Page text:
Looking back over the past year, one of the events that have left a deep impression on me is the Nobel Prize in Physics awarded jointly to Dr. Isamu Akasaki, Dr. Hiroshi Amano, and Dr. Shuji Nakamura at the award ceremony recently held in Sweden. Dr. Akasaki and Dr. Amano worked together to develop blue light-emitting diodes, now called LEDs. Working separately, Dr. Nakamura achieved similar research results at around the same time and succeeded in promoting its practical application. Since blue LED lamps consume less energy and generate less heat, I believe they will continue to be applied in various fields of society. I am proud of the accomplishments of the three physicists and I would like to express my deep respect to them.
There were devastating natural disasters as well. In August, torrential rains hit the city of Hiroshima, and landslides triggered by the rain took 74 lives. We recently visited the affected areas, and the mere thought of being in the dark as trees were downed and large rocks came falling down with the mud was so terrifying. The fear that the people must have felt then is beyond my imagination. My heart goes out to those who had to endure this terror.
In September, the eruption of Mount Ontake left 63 people dead or still unaccounted for. It pains my heart to think that they were hikers enjoying the autumn foliage.
In November, an earthquake registering a lower 6 on the Japanese seismic intensity scale struck northern Nagano Prefecture. Fortunately, thanks to the routine drills carried out by the local residents and the cooperation of the firefighters, there were no deaths. Buildings were severely damaged, and I am deeply concerned about the hardships the people face as winter falls upon them. Still, I am glad there were no deaths in this earthquake.
Another issue that constantly weighs on my mind, although it is not of the sort that makes headlines, is the deaths of people in snow-related accidents in areas of heavy snowfall. Last winter, the number of snow-related deaths across Japan came to 95. This is greater than the death tolls from the heavy rains in Hiroshima or the eruption of Mount Ontake. I feel that, with advancing age, I am more prone to tripping and falling myself, so I am always worried about elderly people removing snow from the roof. It is my sincere hope that steps will be taken to give due care to elderly people engaging in rooftop chores so that the elderly can live safely even in snowy areas.
With regard to my family, Princess Kako, the younger daughter of Prince Akishino (His Majesty's younger son), will start studying at International Christian University. She made the decision after hearing all about the university from her older sister Princess Mako, so I trust she will enjoy her college life there.
It was a great joy to us that Prince Mikasa, my uncle, reached hakuju, his 99th birthday, in good health. Meanwhile, Prince Katsura (Prince Mikasa's son and His Majesty's cousin), sadly passed away in June, and I deeply sympathize with Prince and Princess Mikasa for the sense of loss that they must be feeling.
More than 3 million Japanese people lost their lives during World War II. To ensure that those people did not die in vain, I believe it is our duty as survivors, as well as our responsibility to future generations, to always continue to strive toward a better Japan. In pursuing its sound development, I ardently hope that Japan will be able to go forward in the world as a stable, peaceful, and sound nation, in mutual support not only with neighboring countries but with as many of the world's countries as possible.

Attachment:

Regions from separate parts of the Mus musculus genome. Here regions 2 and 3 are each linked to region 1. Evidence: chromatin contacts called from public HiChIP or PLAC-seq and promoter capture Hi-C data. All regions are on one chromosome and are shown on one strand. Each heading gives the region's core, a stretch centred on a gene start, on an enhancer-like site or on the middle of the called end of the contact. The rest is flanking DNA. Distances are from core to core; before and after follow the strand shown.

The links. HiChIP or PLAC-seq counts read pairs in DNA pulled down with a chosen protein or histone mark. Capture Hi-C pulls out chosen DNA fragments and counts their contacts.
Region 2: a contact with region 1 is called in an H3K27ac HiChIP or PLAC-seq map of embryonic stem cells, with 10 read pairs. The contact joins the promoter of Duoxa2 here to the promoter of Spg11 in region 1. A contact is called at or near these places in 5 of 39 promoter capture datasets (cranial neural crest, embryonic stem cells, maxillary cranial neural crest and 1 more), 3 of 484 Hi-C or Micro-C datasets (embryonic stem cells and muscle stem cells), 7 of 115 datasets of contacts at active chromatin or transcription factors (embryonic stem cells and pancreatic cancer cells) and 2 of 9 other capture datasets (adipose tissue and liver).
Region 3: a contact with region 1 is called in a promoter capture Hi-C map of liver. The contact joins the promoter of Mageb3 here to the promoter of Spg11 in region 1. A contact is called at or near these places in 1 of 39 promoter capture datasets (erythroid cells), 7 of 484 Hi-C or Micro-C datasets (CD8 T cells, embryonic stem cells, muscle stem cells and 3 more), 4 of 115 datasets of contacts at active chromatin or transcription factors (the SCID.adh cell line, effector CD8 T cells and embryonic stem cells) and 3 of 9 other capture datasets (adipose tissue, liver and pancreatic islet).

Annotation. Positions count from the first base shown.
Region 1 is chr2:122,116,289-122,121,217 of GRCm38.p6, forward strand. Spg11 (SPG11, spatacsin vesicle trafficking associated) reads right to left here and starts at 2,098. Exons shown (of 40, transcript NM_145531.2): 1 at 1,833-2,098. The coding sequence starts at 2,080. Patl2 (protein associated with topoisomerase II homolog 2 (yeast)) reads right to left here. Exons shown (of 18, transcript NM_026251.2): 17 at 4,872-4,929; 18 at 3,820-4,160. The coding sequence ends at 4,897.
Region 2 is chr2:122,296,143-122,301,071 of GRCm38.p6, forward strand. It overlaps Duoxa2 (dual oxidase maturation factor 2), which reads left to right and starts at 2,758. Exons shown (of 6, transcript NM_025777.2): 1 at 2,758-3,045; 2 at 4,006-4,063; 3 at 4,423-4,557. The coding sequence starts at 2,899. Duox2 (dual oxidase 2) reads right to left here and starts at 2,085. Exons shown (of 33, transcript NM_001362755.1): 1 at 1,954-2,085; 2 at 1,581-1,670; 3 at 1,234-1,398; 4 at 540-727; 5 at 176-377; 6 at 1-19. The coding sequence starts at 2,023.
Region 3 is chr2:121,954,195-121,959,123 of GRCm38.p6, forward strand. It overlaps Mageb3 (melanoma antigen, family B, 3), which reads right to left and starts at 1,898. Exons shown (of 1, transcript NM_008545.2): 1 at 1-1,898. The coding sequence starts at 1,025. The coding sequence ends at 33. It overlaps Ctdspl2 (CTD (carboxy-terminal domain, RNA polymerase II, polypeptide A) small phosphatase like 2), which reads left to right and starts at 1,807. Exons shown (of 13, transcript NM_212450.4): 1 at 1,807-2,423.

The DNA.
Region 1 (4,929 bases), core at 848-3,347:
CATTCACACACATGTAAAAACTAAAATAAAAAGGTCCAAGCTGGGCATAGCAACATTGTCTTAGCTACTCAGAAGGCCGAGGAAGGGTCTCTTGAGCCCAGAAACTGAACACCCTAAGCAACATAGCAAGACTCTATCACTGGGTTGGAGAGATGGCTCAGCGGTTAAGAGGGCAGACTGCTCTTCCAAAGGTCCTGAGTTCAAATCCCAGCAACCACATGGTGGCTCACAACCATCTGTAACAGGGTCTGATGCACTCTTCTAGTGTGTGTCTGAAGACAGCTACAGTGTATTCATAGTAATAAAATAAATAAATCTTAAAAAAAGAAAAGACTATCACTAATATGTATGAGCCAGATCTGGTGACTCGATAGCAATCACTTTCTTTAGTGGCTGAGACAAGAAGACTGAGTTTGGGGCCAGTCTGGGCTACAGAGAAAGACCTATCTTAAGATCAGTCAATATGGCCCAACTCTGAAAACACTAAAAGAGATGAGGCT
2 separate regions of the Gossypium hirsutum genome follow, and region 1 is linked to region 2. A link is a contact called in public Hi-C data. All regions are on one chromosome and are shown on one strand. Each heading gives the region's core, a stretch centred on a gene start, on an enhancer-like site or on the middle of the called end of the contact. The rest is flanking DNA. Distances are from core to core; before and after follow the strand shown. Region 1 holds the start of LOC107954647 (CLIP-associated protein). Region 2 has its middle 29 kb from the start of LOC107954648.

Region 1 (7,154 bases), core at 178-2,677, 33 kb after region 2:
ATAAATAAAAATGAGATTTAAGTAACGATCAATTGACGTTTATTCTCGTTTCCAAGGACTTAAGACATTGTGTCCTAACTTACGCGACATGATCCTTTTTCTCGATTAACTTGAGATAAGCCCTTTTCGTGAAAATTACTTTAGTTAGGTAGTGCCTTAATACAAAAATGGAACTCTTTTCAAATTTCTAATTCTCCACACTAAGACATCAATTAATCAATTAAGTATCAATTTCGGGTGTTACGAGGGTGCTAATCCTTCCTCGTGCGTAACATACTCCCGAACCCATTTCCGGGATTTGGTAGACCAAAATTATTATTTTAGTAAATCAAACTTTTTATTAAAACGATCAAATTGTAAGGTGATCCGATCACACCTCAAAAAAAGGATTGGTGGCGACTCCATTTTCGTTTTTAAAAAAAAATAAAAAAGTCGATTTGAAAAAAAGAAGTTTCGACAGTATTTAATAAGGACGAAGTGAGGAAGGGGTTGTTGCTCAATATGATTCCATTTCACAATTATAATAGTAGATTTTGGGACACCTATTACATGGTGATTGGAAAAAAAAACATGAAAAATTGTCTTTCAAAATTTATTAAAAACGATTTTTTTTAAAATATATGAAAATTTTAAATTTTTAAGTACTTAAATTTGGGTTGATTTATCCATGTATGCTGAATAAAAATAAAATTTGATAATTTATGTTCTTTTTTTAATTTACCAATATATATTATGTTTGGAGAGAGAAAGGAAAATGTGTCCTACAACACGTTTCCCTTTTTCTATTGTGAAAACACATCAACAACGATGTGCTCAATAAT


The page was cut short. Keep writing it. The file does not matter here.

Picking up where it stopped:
Showa Tenno Jitsuroku, the annals of Emperor Showa, was compiled from numerous sources under the leadership of the Archives and Mausolea Department of the Imperial Household Agency, and I can only imagine the immensity of the hard work that went into its completion. I am deeply grateful for the efforts made by all those involved. I know that I will be going through the pages of the books from time to time, reading about the accomplishments of Emperor Showa. Doing so will serve as a reminder and help me cherish anew the memory of Emperor Showa, who lived through an era fraught with difficulties.
I have various memories with Emperor Showa, but in particular, I fondly recall the times when I was staying at the annex villa at Nasu in the summer and I would visit Emperor Showa and Empress Kojun at the Imperial Villa, or accompany Emperor Showa on his walks to observe some plants in their natural habitats. In the annals, there is an entry regarding the summer after my marriage that reads, "[Emperor Showa] rode in the same car with Empress Kojun and the Crown Princess [the current Empress], to Hiroyaji outside the estate of the villa, where together they observed the sagi-so, Pecteilis radiate, and other plants of the swamp."
At the time, I was away from Nasu, attending an event in another part of the country. I think that Emperor Showa invited Michiko, who had stayed on in Nasu to take care of the newborn Prince Hiro, to join Empress Kojun and himself on a stroll so that she would not feel lonely. Later, when the Empress and I accompanied Emperor Showa to Meguriya outside the estate of the villa, I think, Emperor Showa told the then Crown Princess, the current Empress, about the hitsuji-gusa Nymphaea tetragona, a wild white flower of the water lily genus. Because of these two precious memories, the sagi-so and hitsuji-gusa came to have a special meaning for the Empress ever since, and when we were blessed with a baby girl much later, on the day that we named her Sayako, we chose the hitsuji-gusa for our daughter's emblem. I fondly remember how happy Emperor Showa was to hear about this, saying, "Very good."